North Texas Daily

Students attend vigil for Chapel Hill shooting victims

Students attend vigil for Chapel Hill shooting victims

Students attend vigil for Chapel Hill shooting victims
February 15
23:12 2015

Paul Wedding / Senior Staff Writer

More than 100 UNT students from diverse backgrounds came together as one outside the Business Leadership Building on Feb. 15 over the shooting at Chapel Hill that occurred last Tuesday.

Deah Shaddy Bakarat, his wife, Yusor Mohammad and her 19-year-old sister Razan Mohammad Abu-Salha were shot by a man in Chapel Hill, North Carolina over what many are calling a parking dispute, but what the speakers at the vigil believe to be a hate crime.

“This is a way to bring everyone together to eradicate hatred all around the world,” marketing director of the UNT Muslim Student Association Raabia Ansari said.

Multiple speakers from different organizations spoke to the crowd about the importance of the event. The crowd carried signs with sayings such as “choose love,” “community” and “stop the hate.”

Many students from other backgrounds came to the vigil to show their support as well.

“It’s a good thing to show that we’re involved with people of other faiths,” said graduate student Taylor Williams, who is involved with the Methodist church on campus. “Not every Christian is a bigot.”

Ansari started the vigil by explaining the shooting and expressing the importance of coming together.

“Hatred affects everyone,” she said. “We can no longer be marginalized into groups. We must come together as one.”

Zohaib Salin, a family friend of the slain couple, spoke at the event. Despite never meeting the victims, he said he was very shaken by the event.

“It got me thinking, ‘How would people remember me?'” he said.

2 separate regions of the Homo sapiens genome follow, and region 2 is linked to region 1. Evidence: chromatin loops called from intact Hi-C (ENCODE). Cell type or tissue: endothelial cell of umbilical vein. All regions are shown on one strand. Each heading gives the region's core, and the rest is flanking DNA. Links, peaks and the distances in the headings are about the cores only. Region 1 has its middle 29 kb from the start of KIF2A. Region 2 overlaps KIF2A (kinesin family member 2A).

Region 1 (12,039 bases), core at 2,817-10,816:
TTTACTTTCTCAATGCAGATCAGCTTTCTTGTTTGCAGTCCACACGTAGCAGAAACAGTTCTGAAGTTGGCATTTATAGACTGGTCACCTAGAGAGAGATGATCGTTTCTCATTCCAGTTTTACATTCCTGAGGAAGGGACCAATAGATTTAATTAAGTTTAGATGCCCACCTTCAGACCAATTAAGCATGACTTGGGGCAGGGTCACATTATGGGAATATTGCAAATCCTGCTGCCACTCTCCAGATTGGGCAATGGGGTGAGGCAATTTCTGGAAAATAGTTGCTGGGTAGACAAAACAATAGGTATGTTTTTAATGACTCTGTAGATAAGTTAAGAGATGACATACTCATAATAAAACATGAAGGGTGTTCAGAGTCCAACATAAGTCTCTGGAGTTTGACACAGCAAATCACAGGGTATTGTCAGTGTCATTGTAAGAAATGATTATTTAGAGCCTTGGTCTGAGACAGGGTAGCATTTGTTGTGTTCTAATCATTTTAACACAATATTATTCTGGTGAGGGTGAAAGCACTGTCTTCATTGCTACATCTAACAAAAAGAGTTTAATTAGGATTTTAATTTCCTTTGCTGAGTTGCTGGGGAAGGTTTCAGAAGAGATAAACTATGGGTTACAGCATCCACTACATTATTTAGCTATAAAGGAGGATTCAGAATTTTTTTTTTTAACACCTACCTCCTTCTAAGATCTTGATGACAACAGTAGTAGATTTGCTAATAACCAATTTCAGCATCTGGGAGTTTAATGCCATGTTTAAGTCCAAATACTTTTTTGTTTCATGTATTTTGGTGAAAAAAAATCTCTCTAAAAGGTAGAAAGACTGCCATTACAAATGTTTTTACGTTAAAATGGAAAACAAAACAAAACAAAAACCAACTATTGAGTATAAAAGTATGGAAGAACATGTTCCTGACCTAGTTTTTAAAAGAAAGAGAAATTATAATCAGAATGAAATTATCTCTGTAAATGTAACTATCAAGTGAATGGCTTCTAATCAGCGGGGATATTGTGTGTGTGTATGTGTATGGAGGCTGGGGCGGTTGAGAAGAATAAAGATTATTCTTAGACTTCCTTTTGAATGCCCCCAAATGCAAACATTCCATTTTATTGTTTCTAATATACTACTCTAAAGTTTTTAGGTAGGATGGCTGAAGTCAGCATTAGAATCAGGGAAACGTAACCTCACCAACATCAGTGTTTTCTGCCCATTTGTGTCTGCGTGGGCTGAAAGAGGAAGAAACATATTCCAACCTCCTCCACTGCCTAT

Salin stressed they were gathered there to congratulate the three for standing for what they believed in, and to always remember them.

Alpha Lambda Mu president Ali Mahmoud spoke to the crowd about the media’s marginalization of the event, mentioning Inside Edition’s discussion of how to park properly at a mall immediately after the Chapel Hill shooting, calling it mocking and dehumanizing.

Anthropology senior Amy Mayo spoke about quelling Islamophobia and recited a poem recounting her own attempts at understanding Islam.

She felt all of her efforts at helping others understand Islam may be in vain due to events such as Chapel Hill, but she was not deterred.

“If I give up, then fear, hate, Islamophobia and terrorist groups like ISIS would win,” she said. “We are worthy of nothing less than love.”

The last speaker was Alia Salem, executive director of the Council on American-Islamic Relations in Texas. She gave the crowd a solution to help fight against hatred.

“Meet someone new every day,” she said. “It is proven that meeting people from different backgrounds busts down stereotypes.”

She said approximately 40 to 50 percent of individuals in the U.S. have a poor opinion of Muslims although the same number of people have never met a Muslim.

Salem had the crowd recite a pledge with her that required they all report hate and spread peace.

“We need to stop turning a blind eye to this stuff,” she said. “If we don’t get out of all of this as better people, then we have failed.”

The night ended with a moment of silence for the three Muslims killed in Chapel Hill and to think about all of the lives that have been taken in the name of hate.

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